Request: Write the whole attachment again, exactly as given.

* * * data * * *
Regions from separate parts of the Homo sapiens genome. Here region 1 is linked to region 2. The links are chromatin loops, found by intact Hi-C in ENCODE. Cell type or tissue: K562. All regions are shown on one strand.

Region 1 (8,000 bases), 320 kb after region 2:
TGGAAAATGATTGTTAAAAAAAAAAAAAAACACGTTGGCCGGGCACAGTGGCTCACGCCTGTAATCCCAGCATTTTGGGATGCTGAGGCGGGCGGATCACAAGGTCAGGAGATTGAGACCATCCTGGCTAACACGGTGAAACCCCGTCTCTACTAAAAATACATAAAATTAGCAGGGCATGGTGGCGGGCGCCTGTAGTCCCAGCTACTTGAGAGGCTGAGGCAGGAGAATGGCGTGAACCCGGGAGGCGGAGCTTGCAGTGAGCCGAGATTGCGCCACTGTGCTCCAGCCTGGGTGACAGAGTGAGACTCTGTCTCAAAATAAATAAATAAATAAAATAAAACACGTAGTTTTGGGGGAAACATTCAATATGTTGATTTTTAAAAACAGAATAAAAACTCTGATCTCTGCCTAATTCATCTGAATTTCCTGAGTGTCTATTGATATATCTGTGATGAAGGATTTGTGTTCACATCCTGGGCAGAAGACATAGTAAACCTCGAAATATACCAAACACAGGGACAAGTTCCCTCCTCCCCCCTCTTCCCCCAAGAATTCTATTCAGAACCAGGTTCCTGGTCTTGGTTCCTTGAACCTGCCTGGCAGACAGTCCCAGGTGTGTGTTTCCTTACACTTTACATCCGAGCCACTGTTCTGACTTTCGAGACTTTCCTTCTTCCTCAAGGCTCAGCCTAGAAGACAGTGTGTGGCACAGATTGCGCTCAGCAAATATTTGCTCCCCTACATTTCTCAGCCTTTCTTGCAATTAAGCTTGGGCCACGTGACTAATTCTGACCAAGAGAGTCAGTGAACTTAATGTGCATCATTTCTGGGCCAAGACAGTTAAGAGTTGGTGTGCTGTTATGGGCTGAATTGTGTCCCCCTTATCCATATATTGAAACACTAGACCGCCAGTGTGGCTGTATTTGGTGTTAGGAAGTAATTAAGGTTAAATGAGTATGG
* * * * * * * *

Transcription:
Regions from separate parts of the Homo sapiens genome. Here region 1 is linked to region 2. The links are chromatin loops, found by intact Hi-C in ENCODE. Cell type or tissue: K562. All regions are shown on one strand.

Region 1 (8,000 bases), 320 kb after region 2:
TGGAAAATGATTGTTAAAAAAAAAAAAAAACACGTTGGCCGGGCACAGTGGCTCACGCCTGTAATCCCAGCATTTTGGGATGCTGAGGCGGGCGGATCACAAGGTCAGGAGATTGAGACCATCCTGGCTAACACGGTGAAACCCCGTCTCTACTAAAAATACATAAAATTAGCAGGGCATGGTGGCGGGCGCCTGTAGTCCCAGCTACTTGAGAGGCTGAGGCAGGAGAATGGCGTGAACCCGGGAGGCGGAGCTTGCAGTGAGCCGAGATTGCGCCACTGTGCTCCAGCCTGGGTGACAGAGTGAGACTCTGTCTCAAAATAAATAAATAAATAAAATAAAACACGTAGTTTTGGGGGAAACATTCAATATGTTGATTTTTAAAAACAGAATAAAAACTCTGATCTCTGCCTAATTCATCTGAATTTCCTGAGTGTCTATTGATATATCTGTGATGAAGGATTTGTGTTCACATCCTGGGCAGAAGACATAGTAAACCTCGAAATATACCAAACACAGGGACAAGTTCCCTCCTCCCCCCTCTTCCCCCAAGAATTCTATTCAGAACCAGGTTCCTGGTCTTGGTTCCTTGAACCTGCCTGGCAGACAGTCCCAGGTGTGTGTTTCCTTACACTTTACATCCGAGCCACTGTTCTGACTTTCGAGACTTTCCTTCTTCCTCAAGGCTCAGCCTAGAAGACAGTGTGTGGCACAGATTGCGCTCAGCAAATATTTGCTCCCCTACATTTCTCAGCCTTTCTTGCAATTAAGCTTGGGCCACGTGACTAATTCTGACCAAGAGAGTCAGTGAACTTAATGTGCATCATTTCTGGGCCAAGACAGTTAAGAGTTGGTGTGCTGTTATGGGCTGAATTGTGTCCCCCTTATCCATATATTGAAACACTAGACCGCCAGTGTGGCTGTATTTGGTGTTAGGAAGTAATTAAGGTTAAATGAGTATGG